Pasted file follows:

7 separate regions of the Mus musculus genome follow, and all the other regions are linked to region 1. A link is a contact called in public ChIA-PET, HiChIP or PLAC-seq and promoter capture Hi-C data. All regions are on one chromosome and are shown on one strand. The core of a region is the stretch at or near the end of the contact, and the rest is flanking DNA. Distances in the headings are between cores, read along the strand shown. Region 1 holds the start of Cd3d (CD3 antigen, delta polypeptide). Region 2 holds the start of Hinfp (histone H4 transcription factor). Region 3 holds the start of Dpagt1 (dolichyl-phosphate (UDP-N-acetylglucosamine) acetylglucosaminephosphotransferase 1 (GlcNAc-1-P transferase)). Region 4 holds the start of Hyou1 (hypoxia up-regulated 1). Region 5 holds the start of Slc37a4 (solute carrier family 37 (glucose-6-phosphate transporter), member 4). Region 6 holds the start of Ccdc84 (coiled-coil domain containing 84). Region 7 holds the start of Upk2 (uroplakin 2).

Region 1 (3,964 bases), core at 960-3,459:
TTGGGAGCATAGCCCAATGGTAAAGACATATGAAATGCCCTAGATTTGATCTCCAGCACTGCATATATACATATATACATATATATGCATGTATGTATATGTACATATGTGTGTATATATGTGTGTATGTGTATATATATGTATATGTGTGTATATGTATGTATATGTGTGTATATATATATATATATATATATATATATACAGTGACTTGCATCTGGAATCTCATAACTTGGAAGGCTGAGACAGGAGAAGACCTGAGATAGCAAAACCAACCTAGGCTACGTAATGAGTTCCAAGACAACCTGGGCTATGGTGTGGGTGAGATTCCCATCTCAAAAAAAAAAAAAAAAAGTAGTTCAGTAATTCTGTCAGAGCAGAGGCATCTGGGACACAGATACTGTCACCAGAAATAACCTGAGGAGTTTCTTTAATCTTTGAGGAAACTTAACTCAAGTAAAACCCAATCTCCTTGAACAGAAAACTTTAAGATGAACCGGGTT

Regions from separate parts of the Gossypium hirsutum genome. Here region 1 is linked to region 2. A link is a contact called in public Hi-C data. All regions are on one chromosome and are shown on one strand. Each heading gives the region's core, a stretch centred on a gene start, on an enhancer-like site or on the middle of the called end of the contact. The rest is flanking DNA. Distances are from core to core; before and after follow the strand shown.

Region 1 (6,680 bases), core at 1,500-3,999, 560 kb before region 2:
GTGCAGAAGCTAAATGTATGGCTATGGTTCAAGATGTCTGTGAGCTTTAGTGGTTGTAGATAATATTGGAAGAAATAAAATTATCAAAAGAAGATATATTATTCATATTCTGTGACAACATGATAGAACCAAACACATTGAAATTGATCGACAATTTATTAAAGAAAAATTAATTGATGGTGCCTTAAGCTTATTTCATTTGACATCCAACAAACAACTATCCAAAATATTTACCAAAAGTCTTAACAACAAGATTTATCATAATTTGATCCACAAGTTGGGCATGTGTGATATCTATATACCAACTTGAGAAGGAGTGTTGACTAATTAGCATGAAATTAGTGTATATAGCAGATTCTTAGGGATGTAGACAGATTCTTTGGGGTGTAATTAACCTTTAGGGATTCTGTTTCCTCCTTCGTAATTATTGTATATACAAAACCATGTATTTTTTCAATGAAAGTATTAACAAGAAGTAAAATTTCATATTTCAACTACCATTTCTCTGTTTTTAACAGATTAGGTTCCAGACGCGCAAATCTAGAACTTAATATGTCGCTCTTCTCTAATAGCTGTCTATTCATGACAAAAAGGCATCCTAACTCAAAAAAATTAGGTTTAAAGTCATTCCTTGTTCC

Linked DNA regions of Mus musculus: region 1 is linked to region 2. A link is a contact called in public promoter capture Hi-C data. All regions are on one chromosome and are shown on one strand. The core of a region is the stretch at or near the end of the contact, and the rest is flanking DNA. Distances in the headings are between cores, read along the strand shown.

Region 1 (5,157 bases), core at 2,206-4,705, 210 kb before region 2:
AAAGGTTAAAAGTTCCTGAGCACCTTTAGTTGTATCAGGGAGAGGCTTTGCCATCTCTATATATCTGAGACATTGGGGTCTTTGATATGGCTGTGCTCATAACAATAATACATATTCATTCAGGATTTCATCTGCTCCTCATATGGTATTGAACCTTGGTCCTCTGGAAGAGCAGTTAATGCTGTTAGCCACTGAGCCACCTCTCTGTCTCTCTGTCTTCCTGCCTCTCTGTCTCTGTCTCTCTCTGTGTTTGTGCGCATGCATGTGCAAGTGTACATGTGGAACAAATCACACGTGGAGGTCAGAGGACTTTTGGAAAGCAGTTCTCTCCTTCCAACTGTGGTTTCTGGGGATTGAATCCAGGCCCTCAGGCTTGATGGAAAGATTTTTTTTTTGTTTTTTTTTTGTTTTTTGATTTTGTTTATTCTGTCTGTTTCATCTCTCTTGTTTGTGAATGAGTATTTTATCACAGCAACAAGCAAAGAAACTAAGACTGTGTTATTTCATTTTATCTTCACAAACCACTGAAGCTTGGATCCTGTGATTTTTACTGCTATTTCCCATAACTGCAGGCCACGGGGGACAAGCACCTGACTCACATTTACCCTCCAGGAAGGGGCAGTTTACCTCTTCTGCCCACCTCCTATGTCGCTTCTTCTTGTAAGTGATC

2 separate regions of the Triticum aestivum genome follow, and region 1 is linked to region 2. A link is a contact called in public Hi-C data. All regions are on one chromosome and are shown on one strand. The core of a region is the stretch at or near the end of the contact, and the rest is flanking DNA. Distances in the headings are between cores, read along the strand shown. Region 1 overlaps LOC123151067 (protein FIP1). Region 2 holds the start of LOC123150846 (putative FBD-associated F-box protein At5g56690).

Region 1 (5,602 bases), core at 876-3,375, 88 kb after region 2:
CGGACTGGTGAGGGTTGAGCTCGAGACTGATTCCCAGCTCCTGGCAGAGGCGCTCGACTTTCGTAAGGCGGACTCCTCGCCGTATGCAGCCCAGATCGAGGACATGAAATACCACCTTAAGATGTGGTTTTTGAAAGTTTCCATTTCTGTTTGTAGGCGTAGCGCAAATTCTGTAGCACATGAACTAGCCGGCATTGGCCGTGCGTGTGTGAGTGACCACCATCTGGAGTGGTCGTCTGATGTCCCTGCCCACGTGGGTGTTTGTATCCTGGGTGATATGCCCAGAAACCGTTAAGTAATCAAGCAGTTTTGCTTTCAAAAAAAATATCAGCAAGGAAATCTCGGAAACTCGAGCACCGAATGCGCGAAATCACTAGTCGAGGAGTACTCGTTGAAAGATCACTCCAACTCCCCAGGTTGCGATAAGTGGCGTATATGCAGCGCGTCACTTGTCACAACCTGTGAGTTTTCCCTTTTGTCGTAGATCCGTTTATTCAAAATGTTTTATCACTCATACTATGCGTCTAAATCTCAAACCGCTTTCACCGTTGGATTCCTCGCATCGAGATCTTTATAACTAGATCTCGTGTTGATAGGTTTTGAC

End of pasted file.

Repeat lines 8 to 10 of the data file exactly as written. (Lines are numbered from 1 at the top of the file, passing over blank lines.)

Region 1 (5,157 bases), core at 2,206-4,705, 210 kb before region 2:
AAAGGTTAAAAGTTCCTGAGCACCTTTAGTTGTATCAGGGAGAGGCTTTGCCATCTCTATATATCTGAGACATTGGGGTCTTTGATATGGCTGTGCTCATAACAATAATACATATTCATTCAGGATTTCATCTGCTCCTCATATGGTATTGAACCTTGGTCCTCTGGAAGAGCAGTTAATGCTGTTAGCCACTGAGCCACCTCTCTGTCTCTCTGTCTTCCTGCCTCTCTGTCTCTGTCTCTCTCTGTGTTTGTGCGCATGCATGTGCAAGTGTACATGTGGAACAAATCACACGTGGAGGTCAGAGGACTTTTGGAAAGCAGTTCTCTCCTTCCAACTGTGGTTTCTGGGGATTGAATCCAGGCCCTCAGGCTTGATGGAAAGATTTTTTTTTTGTTTTTTTTTTGTTTTTTGATTTTGTTTATTCTGTCTGTTTCATCTCTCTTGTTTGTGAATGAGTATTTTATCACAGCAACAAGCAAAGAAACTAAGACTGTGTTATTTCATTTTATCTTCACAAACCACTGAAGCTTGGATCCTGTGATTTTTACTGCTATTTCCCATAACTGCAGGCCACGGGGGACAAGCACCTGACTCACATTTACCCTCCAGGAAGGGGCAGTTTACCTCTTCTGCCCACCTCCTATGTCGCTTCTTCTTGTAAGTGATC

2 separate regions of the Triticum aestivum genome follow, and region 1 is linked to region 2. A link is a contact called in public Hi-C data. All regions are on one chromosome and are shown on one strand. The core of a region is the stretch at or near the end of the contact, and the rest is flanking DNA. Distances in the headings are between cores, read along the strand shown. Region 1 overlaps LOC123151067 (protein FIP1). Region 2 holds the start of LOC123150846 (putative FBD-associated F-box protein At5g56690).